Troubled producer CannTrust Holdings Inc. says it can start growing legal weed again one year after it ignited the biggest scandal in Canada’s cannabis industry.
On Thursday, the firm said Health Canada has reinstated all cannabis licences for its Vaughan, Ontario facility and that it will restart cultivation immediately. CannTrust says it expects to have product on the market by the fourth quarter of this year.
“Our licence reinstatement is the result of an enormous amount of hard work by the CannTrust team,” CEO Greg Guyatt said in a statement. “Today marks the beginning of the next chapter in CannTrust’s history.”
CannTrust first ran afoul with Health Canada last June when a whistleblower revealed that the company was growing plants illegally behind fake walls in five unlicensed rooms at its Pelham, Ont. facility.
The federal regulator ended up suspending all of the company’s sales and cultivation licences in September, which led to a year of financial turmoil, layoffs, a CEO ousting, lawsuits and formal investigations. Not to mention CannTrust had to destroy $77 million worth of cannabis, while also tarnishing the whole fledgling industry’s reputation.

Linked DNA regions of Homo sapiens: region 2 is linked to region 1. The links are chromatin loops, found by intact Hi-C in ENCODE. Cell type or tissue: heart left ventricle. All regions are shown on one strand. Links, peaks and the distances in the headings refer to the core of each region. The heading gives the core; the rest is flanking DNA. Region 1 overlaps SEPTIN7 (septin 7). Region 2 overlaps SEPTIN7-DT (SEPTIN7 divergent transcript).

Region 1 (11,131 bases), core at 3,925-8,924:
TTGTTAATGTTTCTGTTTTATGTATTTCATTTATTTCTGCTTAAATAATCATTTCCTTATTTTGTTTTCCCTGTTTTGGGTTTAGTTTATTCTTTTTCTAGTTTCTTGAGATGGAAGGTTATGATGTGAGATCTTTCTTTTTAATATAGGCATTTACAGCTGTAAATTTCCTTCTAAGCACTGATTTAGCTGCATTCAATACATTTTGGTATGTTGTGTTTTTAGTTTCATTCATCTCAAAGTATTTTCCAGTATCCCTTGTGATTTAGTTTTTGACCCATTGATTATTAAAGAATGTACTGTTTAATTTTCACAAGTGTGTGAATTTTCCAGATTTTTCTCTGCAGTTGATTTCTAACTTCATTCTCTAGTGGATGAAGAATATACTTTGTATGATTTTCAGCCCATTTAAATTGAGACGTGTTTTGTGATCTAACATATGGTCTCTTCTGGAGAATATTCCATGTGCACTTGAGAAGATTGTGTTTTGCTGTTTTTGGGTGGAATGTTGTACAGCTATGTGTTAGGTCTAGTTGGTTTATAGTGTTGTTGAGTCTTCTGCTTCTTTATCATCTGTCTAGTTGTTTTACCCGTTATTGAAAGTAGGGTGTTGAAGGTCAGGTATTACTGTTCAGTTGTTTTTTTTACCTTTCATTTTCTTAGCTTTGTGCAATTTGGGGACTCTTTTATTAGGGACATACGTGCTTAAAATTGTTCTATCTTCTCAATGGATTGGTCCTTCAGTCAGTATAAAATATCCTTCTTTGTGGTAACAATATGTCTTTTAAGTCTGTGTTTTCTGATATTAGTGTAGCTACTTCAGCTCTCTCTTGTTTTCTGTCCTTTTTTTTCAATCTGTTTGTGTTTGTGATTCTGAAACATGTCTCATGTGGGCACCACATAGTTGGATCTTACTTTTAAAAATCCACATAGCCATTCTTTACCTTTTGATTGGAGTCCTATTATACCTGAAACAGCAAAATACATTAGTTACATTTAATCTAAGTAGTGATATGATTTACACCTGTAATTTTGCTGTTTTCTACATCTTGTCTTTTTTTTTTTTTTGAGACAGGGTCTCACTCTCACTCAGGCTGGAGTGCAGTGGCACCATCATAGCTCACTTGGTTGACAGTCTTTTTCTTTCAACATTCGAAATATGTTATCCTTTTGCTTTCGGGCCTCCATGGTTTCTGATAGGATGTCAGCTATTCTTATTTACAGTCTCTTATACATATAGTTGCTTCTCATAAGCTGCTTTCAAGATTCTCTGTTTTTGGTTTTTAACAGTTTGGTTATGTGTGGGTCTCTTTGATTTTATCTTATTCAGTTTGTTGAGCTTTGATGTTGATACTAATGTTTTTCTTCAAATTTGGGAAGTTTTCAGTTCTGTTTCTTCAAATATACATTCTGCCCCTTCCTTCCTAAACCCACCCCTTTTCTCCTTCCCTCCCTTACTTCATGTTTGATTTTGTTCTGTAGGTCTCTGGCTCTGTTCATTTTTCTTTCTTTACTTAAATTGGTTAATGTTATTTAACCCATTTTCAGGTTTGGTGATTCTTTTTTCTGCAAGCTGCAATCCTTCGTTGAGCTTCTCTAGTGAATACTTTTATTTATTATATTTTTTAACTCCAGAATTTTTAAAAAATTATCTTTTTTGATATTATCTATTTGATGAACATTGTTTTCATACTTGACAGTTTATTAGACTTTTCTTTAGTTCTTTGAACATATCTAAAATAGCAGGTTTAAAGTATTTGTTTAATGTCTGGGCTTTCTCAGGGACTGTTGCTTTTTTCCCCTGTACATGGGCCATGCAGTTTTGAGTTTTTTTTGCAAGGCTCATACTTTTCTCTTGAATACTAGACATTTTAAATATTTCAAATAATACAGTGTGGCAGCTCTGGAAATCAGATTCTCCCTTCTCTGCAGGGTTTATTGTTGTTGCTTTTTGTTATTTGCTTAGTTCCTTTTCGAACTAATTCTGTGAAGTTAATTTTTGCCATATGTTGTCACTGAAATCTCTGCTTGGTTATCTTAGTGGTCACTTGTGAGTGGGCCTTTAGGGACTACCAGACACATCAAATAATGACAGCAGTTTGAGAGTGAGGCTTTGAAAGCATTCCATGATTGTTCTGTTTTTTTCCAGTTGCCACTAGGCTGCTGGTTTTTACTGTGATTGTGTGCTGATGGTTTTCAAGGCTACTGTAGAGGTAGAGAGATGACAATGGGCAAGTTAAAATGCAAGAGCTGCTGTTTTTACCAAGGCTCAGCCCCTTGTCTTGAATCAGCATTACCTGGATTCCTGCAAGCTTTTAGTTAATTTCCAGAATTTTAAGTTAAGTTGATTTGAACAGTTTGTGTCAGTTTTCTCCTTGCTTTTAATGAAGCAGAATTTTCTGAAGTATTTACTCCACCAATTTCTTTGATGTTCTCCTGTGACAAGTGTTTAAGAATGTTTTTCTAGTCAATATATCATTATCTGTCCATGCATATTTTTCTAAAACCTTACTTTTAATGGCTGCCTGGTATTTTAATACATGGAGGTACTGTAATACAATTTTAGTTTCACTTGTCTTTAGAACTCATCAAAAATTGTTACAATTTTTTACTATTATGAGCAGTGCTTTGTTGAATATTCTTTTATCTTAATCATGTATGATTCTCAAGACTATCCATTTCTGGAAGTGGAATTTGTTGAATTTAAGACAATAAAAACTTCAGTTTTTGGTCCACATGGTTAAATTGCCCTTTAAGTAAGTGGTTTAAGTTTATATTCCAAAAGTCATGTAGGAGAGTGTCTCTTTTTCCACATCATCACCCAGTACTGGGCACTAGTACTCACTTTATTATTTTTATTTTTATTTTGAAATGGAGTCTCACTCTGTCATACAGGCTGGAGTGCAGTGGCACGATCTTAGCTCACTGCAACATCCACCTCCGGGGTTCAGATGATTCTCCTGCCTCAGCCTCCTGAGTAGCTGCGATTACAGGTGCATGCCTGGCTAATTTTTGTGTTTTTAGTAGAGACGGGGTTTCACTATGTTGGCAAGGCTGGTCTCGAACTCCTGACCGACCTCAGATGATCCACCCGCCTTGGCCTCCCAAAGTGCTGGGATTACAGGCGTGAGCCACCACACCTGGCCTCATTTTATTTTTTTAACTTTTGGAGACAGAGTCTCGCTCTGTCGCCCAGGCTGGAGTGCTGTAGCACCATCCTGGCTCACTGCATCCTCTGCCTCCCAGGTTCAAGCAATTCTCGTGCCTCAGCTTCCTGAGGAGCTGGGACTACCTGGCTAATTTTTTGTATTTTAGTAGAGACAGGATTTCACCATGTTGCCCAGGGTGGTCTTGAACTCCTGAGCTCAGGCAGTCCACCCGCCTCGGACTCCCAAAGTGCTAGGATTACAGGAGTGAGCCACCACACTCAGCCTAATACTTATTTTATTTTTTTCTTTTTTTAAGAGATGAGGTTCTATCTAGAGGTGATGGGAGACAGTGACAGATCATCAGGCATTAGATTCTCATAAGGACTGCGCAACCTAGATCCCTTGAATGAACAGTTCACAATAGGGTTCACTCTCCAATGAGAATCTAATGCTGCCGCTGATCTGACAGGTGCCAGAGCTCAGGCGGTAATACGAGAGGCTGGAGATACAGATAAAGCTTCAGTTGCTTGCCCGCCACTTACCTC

In May, Mugglehead reported Health Canada changed its licensing rules so producers no longer had to submit an amendment when adding a growing area within an approved facility. If those rules had existed just a year earlier, CannTrust wouldn’t have been deemed non-compliant for its Pelham facility, nor have had its key licences stripped.
Guyatt, who was appointed CEO of the company in February, said his team used the last 12 months to focus on regulatory compliance while restructuring the business.
The company had its licences reinstated for its Fenwick greenhouse in Niagra, Ont. earlier this year and CannTrust said Thursday cultivation continues to move forward at the site as planned.
CannTrust noted that it remains under creditor protection as the company aims to resolve a number of civil suits and review its business strategies moving forward.
“The company remains without meaningful revenues and has terminated or laid-off a significant portion of its workforce,” reads the firm’s statement.
In March, CannTrust filed for protection under the Companies’ Creditors Arrangement Act, which buys the company time while dealing with litigation issues.
Top image via CannTrust